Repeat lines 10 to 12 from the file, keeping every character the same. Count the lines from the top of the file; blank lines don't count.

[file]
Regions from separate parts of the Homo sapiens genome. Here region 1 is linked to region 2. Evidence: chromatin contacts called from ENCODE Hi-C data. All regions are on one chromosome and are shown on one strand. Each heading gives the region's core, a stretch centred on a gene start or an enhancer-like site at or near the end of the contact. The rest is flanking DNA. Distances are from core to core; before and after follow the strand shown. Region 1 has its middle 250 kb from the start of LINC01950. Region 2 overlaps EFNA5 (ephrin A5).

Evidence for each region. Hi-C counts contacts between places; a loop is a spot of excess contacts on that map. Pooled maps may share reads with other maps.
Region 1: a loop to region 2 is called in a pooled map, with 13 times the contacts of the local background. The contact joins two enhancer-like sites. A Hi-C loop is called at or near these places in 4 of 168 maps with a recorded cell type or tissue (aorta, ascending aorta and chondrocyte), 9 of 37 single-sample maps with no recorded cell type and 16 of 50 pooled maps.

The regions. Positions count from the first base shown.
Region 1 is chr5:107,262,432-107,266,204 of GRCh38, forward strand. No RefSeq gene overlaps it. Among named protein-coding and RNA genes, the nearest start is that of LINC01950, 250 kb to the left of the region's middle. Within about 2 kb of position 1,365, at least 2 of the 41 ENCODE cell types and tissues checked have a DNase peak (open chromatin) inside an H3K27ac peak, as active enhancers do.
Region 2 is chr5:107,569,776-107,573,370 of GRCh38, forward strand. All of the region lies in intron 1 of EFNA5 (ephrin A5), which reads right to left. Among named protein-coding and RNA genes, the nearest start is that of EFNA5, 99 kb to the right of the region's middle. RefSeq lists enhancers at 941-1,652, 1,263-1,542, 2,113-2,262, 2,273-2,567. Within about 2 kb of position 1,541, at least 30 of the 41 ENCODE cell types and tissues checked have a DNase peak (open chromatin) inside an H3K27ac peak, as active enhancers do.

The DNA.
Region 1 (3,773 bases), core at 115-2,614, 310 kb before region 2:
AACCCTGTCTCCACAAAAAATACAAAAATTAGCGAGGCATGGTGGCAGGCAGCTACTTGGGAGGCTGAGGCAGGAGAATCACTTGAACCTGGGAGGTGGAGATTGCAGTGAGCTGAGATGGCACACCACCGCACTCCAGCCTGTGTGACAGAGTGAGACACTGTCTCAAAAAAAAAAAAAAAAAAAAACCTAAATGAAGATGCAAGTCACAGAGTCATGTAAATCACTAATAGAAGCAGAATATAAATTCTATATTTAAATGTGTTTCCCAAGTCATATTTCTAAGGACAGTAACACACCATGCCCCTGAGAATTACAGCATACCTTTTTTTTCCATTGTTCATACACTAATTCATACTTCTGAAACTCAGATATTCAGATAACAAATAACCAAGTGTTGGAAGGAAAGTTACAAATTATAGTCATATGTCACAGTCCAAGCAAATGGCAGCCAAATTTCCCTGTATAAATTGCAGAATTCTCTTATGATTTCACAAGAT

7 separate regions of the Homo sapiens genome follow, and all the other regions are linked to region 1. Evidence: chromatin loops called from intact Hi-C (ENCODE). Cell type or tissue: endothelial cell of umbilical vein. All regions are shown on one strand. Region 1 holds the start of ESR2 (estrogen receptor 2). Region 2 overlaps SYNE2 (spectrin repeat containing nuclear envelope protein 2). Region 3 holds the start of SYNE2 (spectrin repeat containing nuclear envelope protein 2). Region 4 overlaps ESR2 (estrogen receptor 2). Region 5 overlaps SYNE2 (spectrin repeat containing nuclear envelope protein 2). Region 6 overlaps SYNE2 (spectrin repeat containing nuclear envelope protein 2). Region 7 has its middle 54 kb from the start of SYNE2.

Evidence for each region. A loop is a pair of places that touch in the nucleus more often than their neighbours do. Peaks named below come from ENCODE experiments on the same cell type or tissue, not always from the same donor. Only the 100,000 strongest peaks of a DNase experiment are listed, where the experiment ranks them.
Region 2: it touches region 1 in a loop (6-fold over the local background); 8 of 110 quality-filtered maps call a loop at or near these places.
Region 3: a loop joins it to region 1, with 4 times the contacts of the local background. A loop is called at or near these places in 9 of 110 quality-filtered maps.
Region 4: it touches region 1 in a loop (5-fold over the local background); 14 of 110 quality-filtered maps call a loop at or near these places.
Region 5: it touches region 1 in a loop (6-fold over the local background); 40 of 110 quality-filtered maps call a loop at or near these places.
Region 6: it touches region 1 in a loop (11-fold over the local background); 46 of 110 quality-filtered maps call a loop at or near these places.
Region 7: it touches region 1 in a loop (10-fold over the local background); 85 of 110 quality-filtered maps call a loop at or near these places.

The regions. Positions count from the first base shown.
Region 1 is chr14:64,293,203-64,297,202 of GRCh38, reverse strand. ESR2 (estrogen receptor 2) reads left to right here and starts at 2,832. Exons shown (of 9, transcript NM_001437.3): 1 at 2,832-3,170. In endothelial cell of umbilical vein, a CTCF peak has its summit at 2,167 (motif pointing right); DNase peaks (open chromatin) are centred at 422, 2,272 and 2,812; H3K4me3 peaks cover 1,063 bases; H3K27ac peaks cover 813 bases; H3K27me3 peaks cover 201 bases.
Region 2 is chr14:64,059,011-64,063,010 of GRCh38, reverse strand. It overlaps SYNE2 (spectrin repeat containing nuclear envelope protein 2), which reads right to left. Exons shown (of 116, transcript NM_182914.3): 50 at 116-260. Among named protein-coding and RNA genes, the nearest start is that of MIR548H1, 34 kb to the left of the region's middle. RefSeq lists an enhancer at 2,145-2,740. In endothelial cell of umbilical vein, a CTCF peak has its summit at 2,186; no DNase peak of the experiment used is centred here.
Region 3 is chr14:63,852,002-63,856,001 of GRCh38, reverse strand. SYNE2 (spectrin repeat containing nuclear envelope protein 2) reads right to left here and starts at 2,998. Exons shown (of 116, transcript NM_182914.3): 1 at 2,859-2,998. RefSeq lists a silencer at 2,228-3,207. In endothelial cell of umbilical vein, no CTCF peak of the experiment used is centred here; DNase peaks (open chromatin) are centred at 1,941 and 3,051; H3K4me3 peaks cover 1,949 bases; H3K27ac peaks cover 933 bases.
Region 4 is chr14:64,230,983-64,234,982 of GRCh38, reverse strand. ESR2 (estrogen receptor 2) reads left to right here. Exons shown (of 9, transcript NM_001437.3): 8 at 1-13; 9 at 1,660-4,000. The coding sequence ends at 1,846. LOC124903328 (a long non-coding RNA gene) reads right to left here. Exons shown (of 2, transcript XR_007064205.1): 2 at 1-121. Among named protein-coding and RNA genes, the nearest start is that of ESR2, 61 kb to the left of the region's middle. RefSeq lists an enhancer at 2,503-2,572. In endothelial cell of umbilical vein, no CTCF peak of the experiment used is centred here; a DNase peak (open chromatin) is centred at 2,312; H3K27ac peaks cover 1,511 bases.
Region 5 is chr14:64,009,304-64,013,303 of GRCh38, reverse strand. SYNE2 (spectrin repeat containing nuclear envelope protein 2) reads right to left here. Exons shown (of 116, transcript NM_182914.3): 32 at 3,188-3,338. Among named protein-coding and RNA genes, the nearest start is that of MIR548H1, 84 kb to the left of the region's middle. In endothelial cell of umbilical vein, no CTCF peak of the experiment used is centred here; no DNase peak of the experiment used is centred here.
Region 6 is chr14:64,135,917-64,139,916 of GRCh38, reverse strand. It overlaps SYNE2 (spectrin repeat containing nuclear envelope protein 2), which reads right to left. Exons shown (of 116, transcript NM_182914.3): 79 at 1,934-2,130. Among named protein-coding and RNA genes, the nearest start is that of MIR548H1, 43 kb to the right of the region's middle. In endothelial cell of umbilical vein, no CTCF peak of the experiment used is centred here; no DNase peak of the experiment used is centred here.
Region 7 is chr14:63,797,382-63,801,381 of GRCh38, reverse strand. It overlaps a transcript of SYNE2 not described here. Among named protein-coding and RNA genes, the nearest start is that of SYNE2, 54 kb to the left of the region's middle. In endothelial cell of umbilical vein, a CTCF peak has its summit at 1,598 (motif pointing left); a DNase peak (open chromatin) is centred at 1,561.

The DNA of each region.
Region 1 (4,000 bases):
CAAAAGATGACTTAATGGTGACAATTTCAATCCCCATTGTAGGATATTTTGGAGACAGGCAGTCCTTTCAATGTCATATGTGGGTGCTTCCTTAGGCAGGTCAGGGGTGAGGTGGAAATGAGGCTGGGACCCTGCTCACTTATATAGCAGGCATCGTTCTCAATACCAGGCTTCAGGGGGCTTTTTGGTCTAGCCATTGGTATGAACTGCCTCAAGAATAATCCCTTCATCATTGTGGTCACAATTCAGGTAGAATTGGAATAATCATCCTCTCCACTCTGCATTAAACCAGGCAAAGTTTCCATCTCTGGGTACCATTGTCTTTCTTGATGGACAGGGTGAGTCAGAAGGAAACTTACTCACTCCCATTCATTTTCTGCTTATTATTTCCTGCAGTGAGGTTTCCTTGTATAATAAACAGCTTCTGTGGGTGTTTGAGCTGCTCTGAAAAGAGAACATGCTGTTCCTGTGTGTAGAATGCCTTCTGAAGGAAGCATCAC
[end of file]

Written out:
7 separate regions of the Homo sapiens genome follow, and all the other regions are linked to region 1. Evidence: chromatin loops called from intact Hi-C (ENCODE). Cell type or tissue: endothelial cell of umbilical vein. All regions are shown on one strand. Region 1 holds the start of ESR2 (estrogen receptor 2). Region 2 overlaps SYNE2 (spectrin repeat containing nuclear envelope protein 2). Region 3 holds the start of SYNE2 (spectrin repeat containing nuclear envelope protein 2). Region 4 overlaps ESR2 (estrogen receptor 2). Region 5 overlaps SYNE2 (spectrin repeat containing nuclear envelope protein 2). Region 6 overlaps SYNE2 (spectrin repeat containing nuclear envelope protein 2). Region 7 has its middle 54 kb from the start of SYNE2.

Evidence for each region. A loop is a pair of places that touch in the nucleus more often than their neighbours do. Peaks named below come from ENCODE experiments on the same cell type or tissue, not always from the same donor. Only the 100,000 strongest peaks of a DNase experiment are listed, where the experiment ranks them.
Region 2: it touches region 1 in a loop (6-fold over the local background); 8 of 110 quality-filtered maps call a loop at or near these places.